• The Jason Kipnis affect. As I mentioned a few weeks back when the Tribe lost 11 games in row, Jason Kipnis is the player that gives the team success if he is producing at the plate. So goes Kipnis, so goes the Indians. In August we not only seen Cleveland post a record of 5-24, but the Tribe second baseman hit just .180 during the month as well. So far in September, the Indians have a 4-2 record and Kipnis hitting .346 (9-for-26) in the month, and is also quietly on a six-game hitting streak. Coincidence? I think so.
  • Winning games on the road. There’s no question the Indians have not played very well on the road this season, posting a 27-42 record in away games. Maybe the team has finally broke out of their losing ways away from Progressive Field, as Cleveland has now won three of their last four games on the road.
  • Late September push. Say what you will about the Tribe not playing meaningful games in September, but the team has not given up winning four of their first six games already this month. I think it’s safe to say Cleveland will win more than five games this month. In all seriousness though, it’s nice to talk about Indians wins for once.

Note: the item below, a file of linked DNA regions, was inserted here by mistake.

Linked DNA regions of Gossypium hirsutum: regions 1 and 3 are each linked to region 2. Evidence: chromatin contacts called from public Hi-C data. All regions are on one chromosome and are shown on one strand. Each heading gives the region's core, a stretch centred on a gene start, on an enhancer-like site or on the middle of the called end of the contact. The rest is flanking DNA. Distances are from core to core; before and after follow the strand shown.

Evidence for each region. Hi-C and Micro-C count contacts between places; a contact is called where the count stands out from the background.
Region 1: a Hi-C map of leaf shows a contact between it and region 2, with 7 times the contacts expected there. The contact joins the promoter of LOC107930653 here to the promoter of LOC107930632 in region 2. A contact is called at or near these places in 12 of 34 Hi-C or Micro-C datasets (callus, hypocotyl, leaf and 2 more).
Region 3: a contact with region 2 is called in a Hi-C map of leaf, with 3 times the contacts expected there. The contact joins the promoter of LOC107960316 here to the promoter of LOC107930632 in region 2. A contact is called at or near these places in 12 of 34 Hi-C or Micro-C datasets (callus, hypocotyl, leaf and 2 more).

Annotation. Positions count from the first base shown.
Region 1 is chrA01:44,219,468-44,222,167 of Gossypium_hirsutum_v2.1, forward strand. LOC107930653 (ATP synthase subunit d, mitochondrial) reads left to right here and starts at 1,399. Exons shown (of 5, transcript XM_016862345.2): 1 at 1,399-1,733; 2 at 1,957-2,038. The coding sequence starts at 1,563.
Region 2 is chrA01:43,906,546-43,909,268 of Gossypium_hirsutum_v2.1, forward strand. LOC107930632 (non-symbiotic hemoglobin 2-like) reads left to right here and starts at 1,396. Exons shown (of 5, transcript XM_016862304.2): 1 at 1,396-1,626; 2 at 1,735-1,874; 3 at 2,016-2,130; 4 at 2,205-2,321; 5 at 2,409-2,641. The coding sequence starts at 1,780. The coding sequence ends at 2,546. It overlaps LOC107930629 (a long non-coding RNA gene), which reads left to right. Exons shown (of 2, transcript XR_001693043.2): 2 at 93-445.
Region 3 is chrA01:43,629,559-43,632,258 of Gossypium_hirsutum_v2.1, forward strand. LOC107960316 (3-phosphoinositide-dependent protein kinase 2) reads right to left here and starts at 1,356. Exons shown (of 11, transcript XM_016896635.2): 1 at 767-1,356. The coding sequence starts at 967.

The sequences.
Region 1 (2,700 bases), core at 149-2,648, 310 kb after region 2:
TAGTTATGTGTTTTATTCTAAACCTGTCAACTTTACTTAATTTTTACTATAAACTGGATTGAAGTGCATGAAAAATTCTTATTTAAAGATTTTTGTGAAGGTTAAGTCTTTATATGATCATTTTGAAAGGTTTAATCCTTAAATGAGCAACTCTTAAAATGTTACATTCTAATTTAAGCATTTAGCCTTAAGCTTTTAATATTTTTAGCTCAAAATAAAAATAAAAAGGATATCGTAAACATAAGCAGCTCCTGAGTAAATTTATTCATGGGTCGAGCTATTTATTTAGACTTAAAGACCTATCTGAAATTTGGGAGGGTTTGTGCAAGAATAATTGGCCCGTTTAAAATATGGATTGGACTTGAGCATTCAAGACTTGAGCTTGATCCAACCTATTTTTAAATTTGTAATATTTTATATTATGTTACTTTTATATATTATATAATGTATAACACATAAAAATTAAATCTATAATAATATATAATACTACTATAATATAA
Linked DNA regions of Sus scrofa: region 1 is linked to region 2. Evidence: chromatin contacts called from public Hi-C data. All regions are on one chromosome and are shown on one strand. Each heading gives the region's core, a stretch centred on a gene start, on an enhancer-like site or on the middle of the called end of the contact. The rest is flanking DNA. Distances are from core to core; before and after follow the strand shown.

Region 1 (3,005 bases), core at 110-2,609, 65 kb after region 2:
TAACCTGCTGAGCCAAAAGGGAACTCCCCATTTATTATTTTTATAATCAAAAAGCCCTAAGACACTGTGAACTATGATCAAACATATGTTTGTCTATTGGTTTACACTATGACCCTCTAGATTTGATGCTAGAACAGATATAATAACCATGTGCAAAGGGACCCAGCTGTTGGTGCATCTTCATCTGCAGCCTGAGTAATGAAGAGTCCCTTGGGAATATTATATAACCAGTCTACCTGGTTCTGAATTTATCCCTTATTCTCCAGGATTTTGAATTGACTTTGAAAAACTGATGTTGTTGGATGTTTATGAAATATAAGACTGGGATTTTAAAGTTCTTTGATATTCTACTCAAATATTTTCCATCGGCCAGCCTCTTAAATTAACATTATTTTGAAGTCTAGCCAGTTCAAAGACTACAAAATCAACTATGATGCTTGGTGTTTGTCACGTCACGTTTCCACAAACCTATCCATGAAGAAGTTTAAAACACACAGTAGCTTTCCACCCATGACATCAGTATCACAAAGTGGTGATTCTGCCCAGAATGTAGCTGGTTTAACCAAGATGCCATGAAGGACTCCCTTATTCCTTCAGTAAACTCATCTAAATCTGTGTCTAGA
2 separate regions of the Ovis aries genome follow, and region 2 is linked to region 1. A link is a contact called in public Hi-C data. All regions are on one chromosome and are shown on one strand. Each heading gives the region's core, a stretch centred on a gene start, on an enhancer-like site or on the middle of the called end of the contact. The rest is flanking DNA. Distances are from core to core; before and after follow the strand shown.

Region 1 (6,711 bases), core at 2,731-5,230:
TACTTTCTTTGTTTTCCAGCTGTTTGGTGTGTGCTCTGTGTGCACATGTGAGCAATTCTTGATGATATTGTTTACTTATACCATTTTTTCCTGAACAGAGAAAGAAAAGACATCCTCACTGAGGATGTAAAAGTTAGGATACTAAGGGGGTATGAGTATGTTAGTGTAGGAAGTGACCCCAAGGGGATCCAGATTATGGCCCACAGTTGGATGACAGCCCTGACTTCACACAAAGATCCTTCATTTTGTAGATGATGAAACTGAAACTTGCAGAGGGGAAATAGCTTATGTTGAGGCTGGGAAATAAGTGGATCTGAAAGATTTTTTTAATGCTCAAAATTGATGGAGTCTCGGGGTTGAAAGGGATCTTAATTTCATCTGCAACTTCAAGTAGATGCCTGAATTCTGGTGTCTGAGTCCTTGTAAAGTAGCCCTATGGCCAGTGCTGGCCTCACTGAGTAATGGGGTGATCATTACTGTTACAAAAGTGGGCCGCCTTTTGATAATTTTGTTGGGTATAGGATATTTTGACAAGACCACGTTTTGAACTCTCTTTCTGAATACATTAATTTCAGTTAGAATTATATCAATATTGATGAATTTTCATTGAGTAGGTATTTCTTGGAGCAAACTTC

• Perez picks up another save. Despite giving up a run in the ninth inning, Tribe closer Chris Perez notched his 35th save of the season moving him one save away from tying his career-high mark of 36 he set in 2011. He is now 2-for-2 in save opportunities since returning from paternity leave this week.

The Bottom 3

  • Not stopping Willingham. The damage Twins outfielder Josh Willingham has done against the Indians this season disgusts me. Not only has he hit three home runs against Cleveland this season, but Willingham has also drove in 13 runs against the Wahoo’s, the second most RBI against any team in 2012. Yes, Perez, there’s no question Willingham would look great in an Indians uniform. What if?